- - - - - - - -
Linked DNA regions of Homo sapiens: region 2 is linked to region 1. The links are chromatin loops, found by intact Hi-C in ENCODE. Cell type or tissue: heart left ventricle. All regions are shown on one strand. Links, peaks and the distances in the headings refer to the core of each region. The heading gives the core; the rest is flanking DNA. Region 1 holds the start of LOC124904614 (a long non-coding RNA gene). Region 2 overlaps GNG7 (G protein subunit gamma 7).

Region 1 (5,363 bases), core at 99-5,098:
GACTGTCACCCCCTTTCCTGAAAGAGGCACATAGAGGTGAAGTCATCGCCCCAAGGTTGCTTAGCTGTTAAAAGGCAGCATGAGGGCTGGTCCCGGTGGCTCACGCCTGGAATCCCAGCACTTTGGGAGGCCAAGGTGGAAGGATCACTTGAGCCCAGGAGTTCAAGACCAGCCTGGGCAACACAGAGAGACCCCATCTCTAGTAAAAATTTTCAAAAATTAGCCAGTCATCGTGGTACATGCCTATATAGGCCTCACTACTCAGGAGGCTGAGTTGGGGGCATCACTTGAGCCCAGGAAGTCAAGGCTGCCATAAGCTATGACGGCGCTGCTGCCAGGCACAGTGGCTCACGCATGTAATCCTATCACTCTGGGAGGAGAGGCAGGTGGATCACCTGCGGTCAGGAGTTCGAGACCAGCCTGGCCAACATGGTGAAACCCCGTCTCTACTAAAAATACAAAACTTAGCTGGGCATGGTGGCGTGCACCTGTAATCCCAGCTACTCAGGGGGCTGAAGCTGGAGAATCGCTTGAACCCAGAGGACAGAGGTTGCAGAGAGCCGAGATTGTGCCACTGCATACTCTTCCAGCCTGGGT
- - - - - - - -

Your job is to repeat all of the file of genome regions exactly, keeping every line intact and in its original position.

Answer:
Linked DNA regions of Homo sapiens: region 2 is linked to region 1. The links are chromatin loops, found by intact Hi-C in ENCODE. Cell type or tissue: heart left ventricle. All regions are shown on one strand. Links, peaks and the distances in the headings refer to the core of each region. The heading gives the core; the rest is flanking DNA. Region 1 holds the start of LOC124904614 (a long non-coding RNA gene). Region 2 overlaps GNG7 (G protein subunit gamma 7).

Region 1 (5,363 bases), core at 99-5,098:
GACTGTCACCCCCTTTCCTGAAAGAGGCACATAGAGGTGAAGTCATCGCCCCAAGGTTGCTTAGCTGTTAAAAGGCAGCATGAGGGCTGGTCCCGGTGGCTCACGCCTGGAATCCCAGCACTTTGGGAGGCCAAGGTGGAAGGATCACTTGAGCCCAGGAGTTCAAGACCAGCCTGGGCAACACAGAGAGACCCCATCTCTAGTAAAAATTTTCAAAAATTAGCCAGTCATCGTGGTACATGCCTATATAGGCCTCACTACTCAGGAGGCTGAGTTGGGGGCATCACTTGAGCCCAGGAAGTCAAGGCTGCCATAAGCTATGACGGCGCTGCTGCCAGGCACAGTGGCTCACGCATGTAATCCTATCACTCTGGGAGGAGAGGCAGGTGGATCACCTGCGGTCAGGAGTTCGAGACCAGCCTGGCCAACATGGTGAAACCCCGTCTCTACTAAAAATACAAAACTTAGCTGGGCATGGTGGCGTGCACCTGTAATCCCAGCTACTCAGGGGGCTGAAGCTGGAGAATCGCTTGAACCCAGAGGACAGAGGTTGCAGAGAGCCGAGATTGTGCCACTGCATACTCTTCCAGCCTGGGT